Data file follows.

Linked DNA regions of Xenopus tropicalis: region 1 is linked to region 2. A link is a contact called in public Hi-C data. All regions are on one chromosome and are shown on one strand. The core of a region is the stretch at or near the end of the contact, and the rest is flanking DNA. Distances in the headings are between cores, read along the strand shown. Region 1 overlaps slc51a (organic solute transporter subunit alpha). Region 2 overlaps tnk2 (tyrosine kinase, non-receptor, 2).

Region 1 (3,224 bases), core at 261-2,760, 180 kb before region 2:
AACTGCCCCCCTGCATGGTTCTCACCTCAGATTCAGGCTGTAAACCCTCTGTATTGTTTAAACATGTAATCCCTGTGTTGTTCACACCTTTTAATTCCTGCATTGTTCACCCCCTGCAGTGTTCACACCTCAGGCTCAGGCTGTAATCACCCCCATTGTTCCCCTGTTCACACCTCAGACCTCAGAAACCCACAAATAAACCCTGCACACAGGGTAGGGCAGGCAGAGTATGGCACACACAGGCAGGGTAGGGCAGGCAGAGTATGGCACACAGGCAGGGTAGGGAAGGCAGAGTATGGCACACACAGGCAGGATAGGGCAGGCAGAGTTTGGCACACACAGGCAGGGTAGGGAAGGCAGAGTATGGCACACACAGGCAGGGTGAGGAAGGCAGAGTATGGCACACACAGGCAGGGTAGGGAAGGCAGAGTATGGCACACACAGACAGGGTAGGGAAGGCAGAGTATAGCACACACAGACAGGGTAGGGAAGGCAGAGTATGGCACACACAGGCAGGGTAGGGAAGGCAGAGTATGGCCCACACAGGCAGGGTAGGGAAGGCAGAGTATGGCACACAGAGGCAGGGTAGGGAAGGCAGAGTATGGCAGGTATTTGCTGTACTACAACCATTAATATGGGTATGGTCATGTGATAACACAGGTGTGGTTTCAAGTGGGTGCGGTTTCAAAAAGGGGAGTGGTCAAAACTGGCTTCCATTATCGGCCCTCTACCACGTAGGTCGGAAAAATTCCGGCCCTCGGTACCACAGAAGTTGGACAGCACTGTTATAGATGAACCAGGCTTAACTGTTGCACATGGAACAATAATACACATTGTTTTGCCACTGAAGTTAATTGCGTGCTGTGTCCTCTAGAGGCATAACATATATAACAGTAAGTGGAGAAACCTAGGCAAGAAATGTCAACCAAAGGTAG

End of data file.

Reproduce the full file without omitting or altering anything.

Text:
Linked DNA regions of Xenopus tropicalis: region 1 is linked to region 2. A link is a contact called in public Hi-C data. All regions are on one chromosome and are shown on one strand. The core of a region is the stretch at or near the end of the contact, and the rest is flanking DNA. Distances in the headings are between cores, read along the strand shown. Region 1 overlaps slc51a (organic solute transporter subunit alpha). Region 2 overlaps tnk2 (tyrosine kinase, non-receptor, 2).

Region 1 (3,224 bases), core at 261-2,760, 180 kb before region 2:
AACTGCCCCCCTGCATGGTTCTCACCTCAGATTCAGGCTGTAAACCCTCTGTATTGTTTAAACATGTAATCCCTGTGTTGTTCACACCTTTTAATTCCTGCATTGTTCACCCCCTGCAGTGTTCACACCTCAGGCTCAGGCTGTAATCACCCCCATTGTTCCCCTGTTCACACCTCAGACCTCAGAAACCCACAAATAAACCCTGCACACAGGGTAGGGCAGGCAGAGTATGGCACACACAGGCAGGGTAGGGCAGGCAGAGTATGGCACACAGGCAGGGTAGGGAAGGCAGAGTATGGCACACACAGGCAGGATAGGGCAGGCAGAGTTTGGCACACACAGGCAGGGTAGGGAAGGCAGAGTATGGCACACACAGGCAGGGTGAGGAAGGCAGAGTATGGCACACACAGGCAGGGTAGGGAAGGCAGAGTATGGCACACACAGACAGGGTAGGGAAGGCAGAGTATAGCACACACAGACAGGGTAGGGAAGGCAGAGTATGGCACACACAGGCAGGGTAGGGAAGGCAGAGTATGGCCCACACAGGCAGGGTAGGGAAGGCAGAGTATGGCACACAGAGGCAGGGTAGGGAAGGCAGAGTATGGCAGGTATTTGCTGTACTACAACCATTAATATGGGTATGGTCATGTGATAACACAGGTGTGGTTTCAAGTGGGTGCGGTTTCAAAAAGGGGAGTGGTCAAAACTGGCTTCCATTATCGGCCCTCTACCACGTAGGTCGGAAAAATTCCGGCCCTCGGTACCACAGAAGTTGGACAGCACTGTTATAGATGAACCAGGCTTAACTGTTGCACATGGAACAATAATACACATTGTTTTGCCACTGAAGTTAATTGCGTGCTGTGTCCTCTAGAGGCATAACATATATAACAGTAAGTGGAGAAACCTAGGCAAGAAATGTCAACCAAAGGTAG